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May 15, 2008

An @foo convention for blogs

I've noted before in this blog that Twitter has a very simple convention for prefixing someone's Twitter account name with '@' to indicate that you are responding to them in your tweet - @andypowe11 for example.  (In Twitter, being made up of messages that are only 140 characters of plain text, all conventions are by definition simple!).  This allows me to reference another twit (someone who tweets) but doesn't tie my response directly to a particular tweet, or thread of tweets.  It works, within the confines of tweetspace because all Twitter account names are unique.

In the blogsphere we have the opposite problem.  If I want to respond to a particular blog post I can do so using the entry's trackback (or ordinary) URL.  But if I just want to refer to someone, as I did in my recent entry about podcasting, there don't seem to be any lightweight conventions for doing so.  I could use a microformat or an OpenID I guess, but my current blogging tool, Typepad, doesn't give me an easy way of doing so afaik?  In any case, the complexity of this approach makes it hard to see it taking off in the way that the @foo convention has done in Twitter.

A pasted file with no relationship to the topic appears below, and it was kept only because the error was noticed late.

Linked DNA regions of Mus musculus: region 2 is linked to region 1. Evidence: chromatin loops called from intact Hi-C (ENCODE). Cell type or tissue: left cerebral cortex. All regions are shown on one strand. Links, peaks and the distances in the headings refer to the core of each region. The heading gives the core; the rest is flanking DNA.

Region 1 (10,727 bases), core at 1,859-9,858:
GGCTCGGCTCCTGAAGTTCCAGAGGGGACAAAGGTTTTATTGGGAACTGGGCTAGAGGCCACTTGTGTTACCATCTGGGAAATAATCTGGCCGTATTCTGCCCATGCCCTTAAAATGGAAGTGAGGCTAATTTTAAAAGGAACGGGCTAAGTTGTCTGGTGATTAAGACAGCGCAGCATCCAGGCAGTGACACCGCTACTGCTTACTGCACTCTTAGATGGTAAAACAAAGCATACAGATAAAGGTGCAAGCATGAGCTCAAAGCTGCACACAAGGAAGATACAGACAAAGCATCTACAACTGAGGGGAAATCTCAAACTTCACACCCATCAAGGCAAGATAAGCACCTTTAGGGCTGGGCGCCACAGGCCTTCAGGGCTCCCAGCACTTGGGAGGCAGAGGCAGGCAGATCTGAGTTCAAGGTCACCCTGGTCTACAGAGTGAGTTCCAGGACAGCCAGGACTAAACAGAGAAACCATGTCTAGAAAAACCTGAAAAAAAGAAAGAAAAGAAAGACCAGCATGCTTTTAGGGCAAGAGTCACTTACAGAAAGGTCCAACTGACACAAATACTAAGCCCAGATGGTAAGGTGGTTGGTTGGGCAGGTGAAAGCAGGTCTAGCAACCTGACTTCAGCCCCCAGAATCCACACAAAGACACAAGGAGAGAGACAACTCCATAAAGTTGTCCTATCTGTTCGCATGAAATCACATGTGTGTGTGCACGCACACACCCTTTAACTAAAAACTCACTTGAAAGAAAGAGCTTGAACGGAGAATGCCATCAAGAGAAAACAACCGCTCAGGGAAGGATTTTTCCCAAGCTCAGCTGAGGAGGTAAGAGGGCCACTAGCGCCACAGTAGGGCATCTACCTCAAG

So what I'd like, and please tell me if it already exists, is an easy way of dragging and dropping the names of the people I regularly refer to in my blog entries (there aren't that many btw!) into a blog post such that the result is more machine-readable than just the person's name as a text string.  Does such a convention and/or tool exist?

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If you link to their blog (assuming they have one) they'd get the trackback references, and some people set up alerts for their name, but I don't know of any equivalent to Twitter's @name.

This post reviews coComment, co.mments and Commentful, which might provide alternatives but they're based on tracking comments rather than finding references to you: http://www.splitbrain.org/blog/2007-02/08-tracking_your_blog_comments

I know it's not the shorthand you are looking for, but their name linked to their blog homepage or 'about' page does seem to be the convention that has evolved, and whether through track/pingback or referrer logs, seems to have worked fairly well in instigating conversation (if albeit often times more slowly than in twitter).

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